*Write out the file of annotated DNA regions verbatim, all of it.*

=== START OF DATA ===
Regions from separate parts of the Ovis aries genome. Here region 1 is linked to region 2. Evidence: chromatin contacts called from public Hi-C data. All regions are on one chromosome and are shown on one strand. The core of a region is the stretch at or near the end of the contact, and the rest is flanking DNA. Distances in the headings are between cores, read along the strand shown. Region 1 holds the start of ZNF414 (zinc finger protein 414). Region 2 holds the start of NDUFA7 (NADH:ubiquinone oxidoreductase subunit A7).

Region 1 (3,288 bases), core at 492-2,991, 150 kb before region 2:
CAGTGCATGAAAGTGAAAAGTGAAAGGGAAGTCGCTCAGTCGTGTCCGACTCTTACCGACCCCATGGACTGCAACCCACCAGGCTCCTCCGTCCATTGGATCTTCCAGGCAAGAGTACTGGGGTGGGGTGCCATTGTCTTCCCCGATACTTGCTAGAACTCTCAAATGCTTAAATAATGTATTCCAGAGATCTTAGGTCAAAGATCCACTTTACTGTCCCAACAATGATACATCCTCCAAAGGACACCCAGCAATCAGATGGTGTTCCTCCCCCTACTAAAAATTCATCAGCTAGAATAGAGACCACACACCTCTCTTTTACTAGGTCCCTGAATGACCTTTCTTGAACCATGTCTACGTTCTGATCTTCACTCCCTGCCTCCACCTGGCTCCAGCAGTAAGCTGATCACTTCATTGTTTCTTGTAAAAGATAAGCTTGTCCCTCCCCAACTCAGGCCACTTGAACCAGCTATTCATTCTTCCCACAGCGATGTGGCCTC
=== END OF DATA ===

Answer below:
Regions from separate parts of the Ovis aries genome. Here region 1 is linked to region 2. Evidence: chromatin contacts called from public Hi-C data. All regions are on one chromosome and are shown on one strand. The core of a region is the stretch at or near the end of the contact, and the rest is flanking DNA. Distances in the headings are between cores, read along the strand shown. Region 1 holds the start of ZNF414 (zinc finger protein 414). Region 2 holds the start of NDUFA7 (NADH:ubiquinone oxidoreductase subunit A7).

Region 1 (3,288 bases), core at 492-2,991, 150 kb before region 2:
CAGTGCATGAAAGTGAAAAGTGAAAGGGAAGTCGCTCAGTCGTGTCCGACTCTTACCGACCCCATGGACTGCAACCCACCAGGCTCCTCCGTCCATTGGATCTTCCAGGCAAGAGTACTGGGGTGGGGTGCCATTGTCTTCCCCGATACTTGCTAGAACTCTCAAATGCTTAAATAATGTATTCCAGAGATCTTAGGTCAAAGATCCACTTTACTGTCCCAACAATGATACATCCTCCAAAGGACACCCAGCAATCAGATGGTGTTCCTCCCCCTACTAAAAATTCATCAGCTAGAATAGAGACCACACACCTCTCTTTTACTAGGTCCCTGAATGACCTTTCTTGAACCATGTCTACGTTCTGATCTTCACTCCCTGCCTCCACCTGGCTCCAGCAGTAAGCTGATCACTTCATTGTTTCTTGTAAAAGATAAGCTTGTCCCTCCCCAACTCAGGCCACTTGAACCAGCTATTCATTCTTCCCACAGCGATGTGGCCTC